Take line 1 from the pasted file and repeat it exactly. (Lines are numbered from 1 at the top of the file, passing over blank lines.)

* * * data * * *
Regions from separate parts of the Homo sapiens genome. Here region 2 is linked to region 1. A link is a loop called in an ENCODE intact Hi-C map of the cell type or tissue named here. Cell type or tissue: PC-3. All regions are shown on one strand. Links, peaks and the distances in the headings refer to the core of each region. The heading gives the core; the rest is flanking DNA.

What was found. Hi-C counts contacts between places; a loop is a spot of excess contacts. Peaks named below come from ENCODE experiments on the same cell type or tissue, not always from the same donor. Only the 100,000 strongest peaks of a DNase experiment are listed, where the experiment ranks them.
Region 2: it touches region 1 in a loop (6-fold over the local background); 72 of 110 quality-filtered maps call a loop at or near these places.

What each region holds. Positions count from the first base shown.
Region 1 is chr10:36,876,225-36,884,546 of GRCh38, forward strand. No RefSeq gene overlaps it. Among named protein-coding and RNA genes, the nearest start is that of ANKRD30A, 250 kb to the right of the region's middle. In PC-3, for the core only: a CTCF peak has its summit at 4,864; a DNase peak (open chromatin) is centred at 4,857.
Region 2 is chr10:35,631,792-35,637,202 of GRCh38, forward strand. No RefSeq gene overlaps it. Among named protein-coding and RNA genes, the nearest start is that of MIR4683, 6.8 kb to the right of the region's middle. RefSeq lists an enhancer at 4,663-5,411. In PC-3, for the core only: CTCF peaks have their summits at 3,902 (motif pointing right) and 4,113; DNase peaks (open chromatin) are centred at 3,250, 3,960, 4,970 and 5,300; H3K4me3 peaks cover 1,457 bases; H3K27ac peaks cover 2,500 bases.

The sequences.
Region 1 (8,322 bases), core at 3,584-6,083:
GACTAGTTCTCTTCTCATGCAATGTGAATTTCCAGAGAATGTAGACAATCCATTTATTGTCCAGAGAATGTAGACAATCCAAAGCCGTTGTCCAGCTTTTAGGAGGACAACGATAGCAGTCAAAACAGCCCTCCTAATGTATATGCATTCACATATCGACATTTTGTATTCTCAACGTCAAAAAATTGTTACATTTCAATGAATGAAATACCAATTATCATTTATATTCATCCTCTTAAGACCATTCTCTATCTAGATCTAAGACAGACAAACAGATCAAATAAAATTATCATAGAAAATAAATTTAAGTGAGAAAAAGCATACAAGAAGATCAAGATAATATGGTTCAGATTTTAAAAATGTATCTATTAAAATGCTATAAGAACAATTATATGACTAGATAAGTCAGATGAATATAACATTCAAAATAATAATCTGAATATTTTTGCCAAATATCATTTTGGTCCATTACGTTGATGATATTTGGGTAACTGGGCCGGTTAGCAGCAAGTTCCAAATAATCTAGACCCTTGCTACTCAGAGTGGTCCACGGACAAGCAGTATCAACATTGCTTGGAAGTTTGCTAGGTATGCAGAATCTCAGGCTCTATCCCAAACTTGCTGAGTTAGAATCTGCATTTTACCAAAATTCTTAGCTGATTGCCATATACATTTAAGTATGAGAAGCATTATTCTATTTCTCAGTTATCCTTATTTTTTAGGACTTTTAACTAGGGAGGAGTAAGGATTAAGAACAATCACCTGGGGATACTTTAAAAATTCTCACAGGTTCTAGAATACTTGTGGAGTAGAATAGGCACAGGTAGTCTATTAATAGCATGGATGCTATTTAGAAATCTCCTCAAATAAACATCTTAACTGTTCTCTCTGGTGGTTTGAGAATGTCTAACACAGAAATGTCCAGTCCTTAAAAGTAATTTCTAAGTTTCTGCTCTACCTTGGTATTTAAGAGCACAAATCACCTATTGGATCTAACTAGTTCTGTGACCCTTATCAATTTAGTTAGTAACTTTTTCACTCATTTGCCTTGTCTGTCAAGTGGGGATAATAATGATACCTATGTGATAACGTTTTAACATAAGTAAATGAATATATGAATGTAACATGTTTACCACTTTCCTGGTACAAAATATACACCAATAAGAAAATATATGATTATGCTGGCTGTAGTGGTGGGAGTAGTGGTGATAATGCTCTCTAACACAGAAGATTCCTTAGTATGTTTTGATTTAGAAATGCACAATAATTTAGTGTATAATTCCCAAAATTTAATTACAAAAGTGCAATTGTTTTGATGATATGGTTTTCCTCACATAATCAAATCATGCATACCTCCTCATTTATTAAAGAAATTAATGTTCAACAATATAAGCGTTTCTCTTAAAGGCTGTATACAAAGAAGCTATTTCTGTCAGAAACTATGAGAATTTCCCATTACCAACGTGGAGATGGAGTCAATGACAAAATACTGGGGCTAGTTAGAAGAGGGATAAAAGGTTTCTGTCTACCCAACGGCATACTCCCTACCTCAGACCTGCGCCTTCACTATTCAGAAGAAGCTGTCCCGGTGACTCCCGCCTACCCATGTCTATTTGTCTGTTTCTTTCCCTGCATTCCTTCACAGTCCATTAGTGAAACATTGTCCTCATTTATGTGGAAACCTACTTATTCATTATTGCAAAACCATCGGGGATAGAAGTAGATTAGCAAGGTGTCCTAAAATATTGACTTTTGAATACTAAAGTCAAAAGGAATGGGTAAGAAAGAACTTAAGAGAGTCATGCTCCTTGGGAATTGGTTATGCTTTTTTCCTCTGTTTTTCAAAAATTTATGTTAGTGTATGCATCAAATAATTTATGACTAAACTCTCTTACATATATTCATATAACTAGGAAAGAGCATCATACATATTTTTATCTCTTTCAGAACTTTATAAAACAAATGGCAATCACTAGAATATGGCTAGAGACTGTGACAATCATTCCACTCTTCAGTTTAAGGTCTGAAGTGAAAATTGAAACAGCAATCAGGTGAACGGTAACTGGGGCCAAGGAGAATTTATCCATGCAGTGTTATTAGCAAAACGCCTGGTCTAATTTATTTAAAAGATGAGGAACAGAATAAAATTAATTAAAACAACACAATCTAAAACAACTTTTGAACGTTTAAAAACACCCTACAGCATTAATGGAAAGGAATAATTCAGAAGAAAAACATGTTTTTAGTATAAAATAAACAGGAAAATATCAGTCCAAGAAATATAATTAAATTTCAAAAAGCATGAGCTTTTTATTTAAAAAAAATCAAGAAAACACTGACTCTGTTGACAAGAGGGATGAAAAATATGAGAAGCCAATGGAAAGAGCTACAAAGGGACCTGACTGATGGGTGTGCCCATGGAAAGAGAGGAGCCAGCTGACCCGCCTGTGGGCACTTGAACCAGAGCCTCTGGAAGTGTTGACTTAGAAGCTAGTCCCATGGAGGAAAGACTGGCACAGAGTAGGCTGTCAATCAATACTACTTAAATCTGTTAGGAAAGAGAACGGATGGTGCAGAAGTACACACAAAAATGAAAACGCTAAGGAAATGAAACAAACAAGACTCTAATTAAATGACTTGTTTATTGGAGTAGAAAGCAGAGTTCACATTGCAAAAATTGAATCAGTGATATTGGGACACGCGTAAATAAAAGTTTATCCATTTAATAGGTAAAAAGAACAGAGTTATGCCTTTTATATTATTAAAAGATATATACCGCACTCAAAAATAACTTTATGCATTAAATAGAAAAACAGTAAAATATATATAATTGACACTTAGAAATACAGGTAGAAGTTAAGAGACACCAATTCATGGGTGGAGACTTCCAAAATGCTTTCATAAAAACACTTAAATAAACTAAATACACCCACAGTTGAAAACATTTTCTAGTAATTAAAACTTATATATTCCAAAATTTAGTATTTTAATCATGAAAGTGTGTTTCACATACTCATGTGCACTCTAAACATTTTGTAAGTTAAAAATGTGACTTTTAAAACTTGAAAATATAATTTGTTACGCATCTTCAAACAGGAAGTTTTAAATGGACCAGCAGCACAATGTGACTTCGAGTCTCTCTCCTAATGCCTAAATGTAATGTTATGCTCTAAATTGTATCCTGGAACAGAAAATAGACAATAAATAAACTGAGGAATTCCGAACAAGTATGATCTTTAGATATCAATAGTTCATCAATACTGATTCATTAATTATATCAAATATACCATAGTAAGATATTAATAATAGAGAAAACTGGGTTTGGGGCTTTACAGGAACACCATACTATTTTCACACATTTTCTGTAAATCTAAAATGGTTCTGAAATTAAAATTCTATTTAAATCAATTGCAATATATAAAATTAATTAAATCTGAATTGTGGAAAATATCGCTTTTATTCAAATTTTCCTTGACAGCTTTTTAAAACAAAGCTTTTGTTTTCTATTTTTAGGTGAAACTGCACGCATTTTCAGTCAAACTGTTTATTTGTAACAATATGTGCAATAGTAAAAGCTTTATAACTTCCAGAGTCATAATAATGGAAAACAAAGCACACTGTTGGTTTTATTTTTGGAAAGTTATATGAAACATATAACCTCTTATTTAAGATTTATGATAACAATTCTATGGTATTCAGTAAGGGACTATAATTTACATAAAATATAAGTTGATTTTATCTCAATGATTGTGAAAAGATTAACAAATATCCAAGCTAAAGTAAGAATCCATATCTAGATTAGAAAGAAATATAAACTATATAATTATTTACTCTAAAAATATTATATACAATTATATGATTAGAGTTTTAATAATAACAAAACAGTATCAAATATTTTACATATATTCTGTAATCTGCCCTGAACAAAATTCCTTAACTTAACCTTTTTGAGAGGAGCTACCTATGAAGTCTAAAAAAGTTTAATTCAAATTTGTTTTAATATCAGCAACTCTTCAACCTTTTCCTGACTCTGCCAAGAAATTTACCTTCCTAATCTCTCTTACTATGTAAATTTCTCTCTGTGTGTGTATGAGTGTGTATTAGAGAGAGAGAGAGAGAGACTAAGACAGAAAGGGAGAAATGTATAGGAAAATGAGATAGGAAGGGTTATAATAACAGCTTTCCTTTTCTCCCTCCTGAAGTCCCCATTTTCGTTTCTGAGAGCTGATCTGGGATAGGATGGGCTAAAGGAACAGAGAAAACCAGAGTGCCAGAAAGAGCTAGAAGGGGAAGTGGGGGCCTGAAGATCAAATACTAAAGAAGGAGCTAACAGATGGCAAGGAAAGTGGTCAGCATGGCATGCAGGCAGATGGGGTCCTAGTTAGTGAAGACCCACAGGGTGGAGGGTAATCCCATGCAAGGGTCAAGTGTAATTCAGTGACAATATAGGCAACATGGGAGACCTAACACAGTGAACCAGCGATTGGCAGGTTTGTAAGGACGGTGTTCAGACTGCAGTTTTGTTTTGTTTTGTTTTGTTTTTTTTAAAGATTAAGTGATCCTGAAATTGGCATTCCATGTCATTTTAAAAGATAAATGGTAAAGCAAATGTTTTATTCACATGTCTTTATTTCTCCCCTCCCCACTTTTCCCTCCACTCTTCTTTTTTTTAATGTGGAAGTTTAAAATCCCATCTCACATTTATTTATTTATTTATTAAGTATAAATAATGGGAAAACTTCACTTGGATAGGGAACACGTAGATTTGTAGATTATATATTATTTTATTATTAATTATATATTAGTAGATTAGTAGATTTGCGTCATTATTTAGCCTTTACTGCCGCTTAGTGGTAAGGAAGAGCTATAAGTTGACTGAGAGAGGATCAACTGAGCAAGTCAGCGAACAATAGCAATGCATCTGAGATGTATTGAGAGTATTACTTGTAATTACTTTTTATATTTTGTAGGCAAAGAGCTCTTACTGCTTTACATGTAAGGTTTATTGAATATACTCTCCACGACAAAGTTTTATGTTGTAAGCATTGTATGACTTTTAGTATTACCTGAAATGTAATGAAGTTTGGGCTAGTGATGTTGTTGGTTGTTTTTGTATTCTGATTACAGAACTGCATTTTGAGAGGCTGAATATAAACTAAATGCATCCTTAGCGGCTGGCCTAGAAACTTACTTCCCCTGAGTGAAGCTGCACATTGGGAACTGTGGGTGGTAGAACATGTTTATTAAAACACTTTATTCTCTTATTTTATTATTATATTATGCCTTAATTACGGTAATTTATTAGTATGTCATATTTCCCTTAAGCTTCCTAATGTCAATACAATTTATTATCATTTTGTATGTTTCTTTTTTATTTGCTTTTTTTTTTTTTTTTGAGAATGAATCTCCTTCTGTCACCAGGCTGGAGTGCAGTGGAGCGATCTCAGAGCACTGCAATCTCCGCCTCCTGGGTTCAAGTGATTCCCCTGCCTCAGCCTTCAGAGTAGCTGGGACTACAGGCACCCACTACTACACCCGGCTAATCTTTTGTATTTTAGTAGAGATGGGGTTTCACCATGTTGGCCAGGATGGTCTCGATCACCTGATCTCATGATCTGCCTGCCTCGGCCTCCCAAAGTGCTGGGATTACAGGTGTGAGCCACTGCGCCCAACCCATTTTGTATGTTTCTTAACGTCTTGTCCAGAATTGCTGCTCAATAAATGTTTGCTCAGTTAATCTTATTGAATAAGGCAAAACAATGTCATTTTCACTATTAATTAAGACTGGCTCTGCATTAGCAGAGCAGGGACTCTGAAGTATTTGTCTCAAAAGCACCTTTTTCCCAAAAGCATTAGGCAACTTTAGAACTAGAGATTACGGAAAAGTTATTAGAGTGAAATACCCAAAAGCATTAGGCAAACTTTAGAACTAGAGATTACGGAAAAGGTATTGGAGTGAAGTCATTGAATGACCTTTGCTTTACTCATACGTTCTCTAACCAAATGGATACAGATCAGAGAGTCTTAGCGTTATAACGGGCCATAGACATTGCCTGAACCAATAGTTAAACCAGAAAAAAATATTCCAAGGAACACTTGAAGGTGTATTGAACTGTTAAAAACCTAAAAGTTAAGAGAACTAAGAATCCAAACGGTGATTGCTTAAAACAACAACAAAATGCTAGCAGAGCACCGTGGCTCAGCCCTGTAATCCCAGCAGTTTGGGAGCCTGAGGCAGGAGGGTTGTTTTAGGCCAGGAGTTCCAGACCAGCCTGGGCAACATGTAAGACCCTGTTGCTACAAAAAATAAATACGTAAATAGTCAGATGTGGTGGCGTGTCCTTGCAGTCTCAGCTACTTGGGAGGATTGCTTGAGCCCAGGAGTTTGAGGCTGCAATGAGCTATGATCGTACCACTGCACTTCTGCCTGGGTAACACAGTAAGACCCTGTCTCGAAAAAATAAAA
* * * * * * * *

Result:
Regions from separate parts of the Homo sapiens genome. Here region 2 is linked to region 1. A link is a loop called in an ENCODE intact Hi-C map of the cell type or tissue named here. Cell type or tissue: PC-3. All regions are shown on one strand. Links, peaks and the distances in the headings refer to the core of each region. The heading gives the core; the rest is flanking DNA.